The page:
Hijab Quotes in Shafana and Aunt Sarrinah
SHAFANA: I want to put on the hijab.
SARRINAH: Hijab is an Arabic word. Meaning partition. We are not Arabs. We are Persians.
SHAFANA: What do you think?
SARRINAH: This is an option for all Muslim women. Down the trail.
SHAFANA: Mum said that she had been contemplating on it for the past five years but had never taken the step to do it. Dad asked me if I was sure of what I was doing. Had I thought about all the consequences, all the things that are going on around the world, all the employment considerations.
SARRINAH: But if you really feel it in your heart these are not reasons not to do it.
SHAFANA: That’s right.
SARRINAH: And is that how you feel?
SHAFANA: I want to make real the change that has happened to me, that God really is there and I believe that.
SHAFANA: I am not thinking of it for any of those reasons. All you have mentioned is about consequences. I am not motivated by any of that.
SHAFANA: No. Do you want to hear? Do you want to hear me when I say that I want to put on the scarf because this is who I am and I feel this is what I want to do? It is for me, not for anyone else. One night I was reading the Qur’an and it just occurred to me, I don’t even recall what passage or where, and it just occurred to me, ‘Why am I not wearing the scarf, what is stopping me?’
SHAFANA: Have you heard of the soft revolution?
SARRINAH: No. Or… it’s… is it?
SHAFANA: It’s young Muslims who reject both extremists and liberals. They… fight… for human rights… for change to the Hadith… There is a project. It could be the most intellectually active period for Islam since the height of scholarship in the Middle ages.
SARRINAH: And you want to be part of it?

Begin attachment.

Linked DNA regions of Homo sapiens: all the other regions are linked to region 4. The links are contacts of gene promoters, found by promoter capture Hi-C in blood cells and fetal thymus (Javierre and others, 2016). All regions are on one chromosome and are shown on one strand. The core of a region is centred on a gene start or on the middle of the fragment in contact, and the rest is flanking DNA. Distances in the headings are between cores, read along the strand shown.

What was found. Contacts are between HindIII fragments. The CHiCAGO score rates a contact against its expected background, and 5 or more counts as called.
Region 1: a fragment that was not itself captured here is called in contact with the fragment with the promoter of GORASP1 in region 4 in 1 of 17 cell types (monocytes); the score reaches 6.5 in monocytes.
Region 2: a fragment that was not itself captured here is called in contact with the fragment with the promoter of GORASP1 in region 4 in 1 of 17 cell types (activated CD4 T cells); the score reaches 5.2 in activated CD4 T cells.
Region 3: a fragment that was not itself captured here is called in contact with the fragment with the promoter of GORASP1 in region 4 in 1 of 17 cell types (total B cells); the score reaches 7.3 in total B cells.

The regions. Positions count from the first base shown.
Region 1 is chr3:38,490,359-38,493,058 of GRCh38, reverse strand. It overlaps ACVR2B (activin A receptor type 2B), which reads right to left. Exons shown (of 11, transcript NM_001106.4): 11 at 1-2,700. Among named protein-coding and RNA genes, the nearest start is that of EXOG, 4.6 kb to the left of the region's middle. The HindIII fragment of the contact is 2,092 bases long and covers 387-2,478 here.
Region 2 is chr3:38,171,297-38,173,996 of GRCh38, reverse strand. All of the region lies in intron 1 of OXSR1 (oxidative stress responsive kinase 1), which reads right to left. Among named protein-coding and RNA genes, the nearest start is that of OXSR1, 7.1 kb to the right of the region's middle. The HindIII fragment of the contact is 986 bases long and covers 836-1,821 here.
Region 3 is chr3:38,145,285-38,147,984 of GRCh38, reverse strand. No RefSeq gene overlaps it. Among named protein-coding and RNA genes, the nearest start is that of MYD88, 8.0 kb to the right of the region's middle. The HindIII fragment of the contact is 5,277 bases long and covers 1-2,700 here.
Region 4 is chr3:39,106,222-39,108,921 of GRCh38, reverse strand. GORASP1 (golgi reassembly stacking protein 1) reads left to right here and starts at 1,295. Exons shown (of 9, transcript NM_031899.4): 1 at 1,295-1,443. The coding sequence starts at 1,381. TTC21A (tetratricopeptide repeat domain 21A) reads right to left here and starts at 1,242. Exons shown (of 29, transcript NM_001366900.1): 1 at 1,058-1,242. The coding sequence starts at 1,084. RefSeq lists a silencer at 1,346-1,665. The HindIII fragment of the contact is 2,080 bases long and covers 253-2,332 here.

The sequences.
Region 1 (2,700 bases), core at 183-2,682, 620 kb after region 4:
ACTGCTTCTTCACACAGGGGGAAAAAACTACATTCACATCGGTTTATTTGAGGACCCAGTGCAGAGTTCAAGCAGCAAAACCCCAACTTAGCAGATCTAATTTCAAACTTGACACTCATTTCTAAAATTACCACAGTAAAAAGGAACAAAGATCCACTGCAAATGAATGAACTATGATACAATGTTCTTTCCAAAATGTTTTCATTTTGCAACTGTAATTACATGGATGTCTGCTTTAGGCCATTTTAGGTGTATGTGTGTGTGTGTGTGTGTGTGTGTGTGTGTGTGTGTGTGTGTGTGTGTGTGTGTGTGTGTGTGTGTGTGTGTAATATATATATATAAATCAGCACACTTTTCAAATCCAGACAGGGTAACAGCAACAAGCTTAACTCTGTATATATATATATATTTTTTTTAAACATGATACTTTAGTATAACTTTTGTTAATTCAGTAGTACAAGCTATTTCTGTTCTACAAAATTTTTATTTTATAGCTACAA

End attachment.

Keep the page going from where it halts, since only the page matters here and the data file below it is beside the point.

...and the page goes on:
SHAFANA: I don’t know. But for them, for some, the veil is a mask in the power struggle against the dictatorship of men.
SARRINAH: My faith is between me and God. The Qur’an speaks directly to me, Sarrinah, today.
SHAFANA: Of course.
SARRINAH: It is a fundamental part of who I am.
SHAFANA: It is all of who I am.
SARRINAH: No. There is faith and there is reason. There is religion and there is civil society. There is belief and there is the law.
SHAFANA: But your faith touches every part of your life.
SARRINAH: No. My faith is private and cultural. But it is not the answer to all the freedoms we have struggled for.
SHAFANA: But how can you say that?
SARRINIAH: Because I have seen what your brand of religion can do. I have witnessed what your brand of fanaticism can destroy.
SHAFANA: Your solution is just to hide? Fade into the background.
SARRINAH: That’s not what I’m saying.
SHAFANA: Assimilate. Disappear into the masses. Never speak up, never stand up. Well, maybe if you’d spoken up in Afghanistan the country wouldn’t be in the mess it is in now.
SARRINAH: You’ll see me. I’ll see you. But we won’t be able to… see each other.
SHAFANA: Why are you being so ruthless?
SARRINAH: We can pretend. We can pretend that this is a disagreement about… oh, I don’t know… what TV chef we like best. Let’s pretend it’s just like that. And say… nothing. But, deeply, I am opposed to the path you advocate. Now.